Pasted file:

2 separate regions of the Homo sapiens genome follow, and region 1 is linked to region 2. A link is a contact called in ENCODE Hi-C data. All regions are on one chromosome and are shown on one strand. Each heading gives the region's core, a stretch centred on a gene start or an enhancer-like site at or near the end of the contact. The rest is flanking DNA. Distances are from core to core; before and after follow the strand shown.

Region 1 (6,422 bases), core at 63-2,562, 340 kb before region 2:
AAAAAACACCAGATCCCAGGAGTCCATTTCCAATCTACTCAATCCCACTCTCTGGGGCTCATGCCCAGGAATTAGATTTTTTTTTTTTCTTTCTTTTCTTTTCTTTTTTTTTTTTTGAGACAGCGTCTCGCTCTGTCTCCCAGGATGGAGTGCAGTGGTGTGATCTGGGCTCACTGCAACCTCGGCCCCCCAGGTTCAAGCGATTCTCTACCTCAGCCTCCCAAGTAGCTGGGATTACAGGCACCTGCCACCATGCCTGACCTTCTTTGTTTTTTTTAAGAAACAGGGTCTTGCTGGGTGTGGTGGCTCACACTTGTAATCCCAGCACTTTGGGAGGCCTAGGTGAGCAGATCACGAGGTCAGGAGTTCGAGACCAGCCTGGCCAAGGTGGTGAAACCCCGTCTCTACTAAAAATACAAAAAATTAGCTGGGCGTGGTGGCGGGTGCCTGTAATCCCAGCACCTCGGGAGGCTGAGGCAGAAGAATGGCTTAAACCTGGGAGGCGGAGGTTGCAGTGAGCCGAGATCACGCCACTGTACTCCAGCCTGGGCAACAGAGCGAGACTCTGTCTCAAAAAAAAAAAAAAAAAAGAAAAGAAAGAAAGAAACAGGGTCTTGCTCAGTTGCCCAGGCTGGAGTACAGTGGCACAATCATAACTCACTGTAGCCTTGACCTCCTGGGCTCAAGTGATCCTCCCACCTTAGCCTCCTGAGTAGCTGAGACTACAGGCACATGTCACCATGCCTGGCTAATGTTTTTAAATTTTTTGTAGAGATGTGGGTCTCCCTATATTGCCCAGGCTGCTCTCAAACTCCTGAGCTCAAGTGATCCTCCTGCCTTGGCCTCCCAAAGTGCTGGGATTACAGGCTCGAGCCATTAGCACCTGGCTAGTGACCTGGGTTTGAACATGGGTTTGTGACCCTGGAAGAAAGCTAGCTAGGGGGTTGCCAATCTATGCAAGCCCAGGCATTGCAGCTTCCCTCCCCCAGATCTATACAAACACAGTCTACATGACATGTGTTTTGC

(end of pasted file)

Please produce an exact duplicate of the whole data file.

2 separate regions of the Homo sapiens genome follow, and region 1 is linked to region 2. A link is a contact called in ENCODE Hi-C data. All regions are on one chromosome and are shown on one strand. Each heading gives the region's core, a stretch centred on a gene start or an enhancer-like site at or near the end of the contact. The rest is flanking DNA. Distances are from core to core; before and after follow the strand shown.

Region 1 (6,422 bases), core at 63-2,562, 340 kb before region 2:
AAAAAACACCAGATCCCAGGAGTCCATTTCCAATCTACTCAATCCCACTCTCTGGGGCTCATGCCCAGGAATTAGATTTTTTTTTTTTCTTTCTTTTCTTTTCTTTTTTTTTTTTTGAGACAGCGTCTCGCTCTGTCTCCCAGGATGGAGTGCAGTGGTGTGATCTGGGCTCACTGCAACCTCGGCCCCCCAGGTTCAAGCGATTCTCTACCTCAGCCTCCCAAGTAGCTGGGATTACAGGCACCTGCCACCATGCCTGACCTTCTTTGTTTTTTTTAAGAAACAGGGTCTTGCTGGGTGTGGTGGCTCACACTTGTAATCCCAGCACTTTGGGAGGCCTAGGTGAGCAGATCACGAGGTCAGGAGTTCGAGACCAGCCTGGCCAAGGTGGTGAAACCCCGTCTCTACTAAAAATACAAAAAATTAGCTGGGCGTGGTGGCGGGTGCCTGTAATCCCAGCACCTCGGGAGGCTGAGGCAGAAGAATGGCTTAAACCTGGGAGGCGGAGGTTGCAGTGAGCCGAGATCACGCCACTGTACTCCAGCCTGGGCAACAGAGCGAGACTCTGTCTCAAAAAAAAAAAAAAAAAAGAAAAGAAAGAAAGAAACAGGGTCTTGCTCAGTTGCCCAGGCTGGAGTACAGTGGCACAATCATAACTCACTGTAGCCTTGACCTCCTGGGCTCAAGTGATCCTCCCACCTTAGCCTCCTGAGTAGCTGAGACTACAGGCACATGTCACCATGCCTGGCTAATGTTTTTAAATTTTTTGTAGAGATGTGGGTCTCCCTATATTGCCCAGGCTGCTCTCAAACTCCTGAGCTCAAGTGATCCTCCTGCCTTGGCCTCCCAAAGTGCTGGGATTACAGGCTCGAGCCATTAGCACCTGGCTAGTGACCTGGGTTTGAACATGGGTTTGTGACCCTGGAAGAAAGCTAGCTAGGGGGTTGCCAATCTATGCAAGCCCAGGCATTGCAGCTTCCCTCCCCCAGATCTATACAAACACAGTCTACATGACATGTGTTTTGC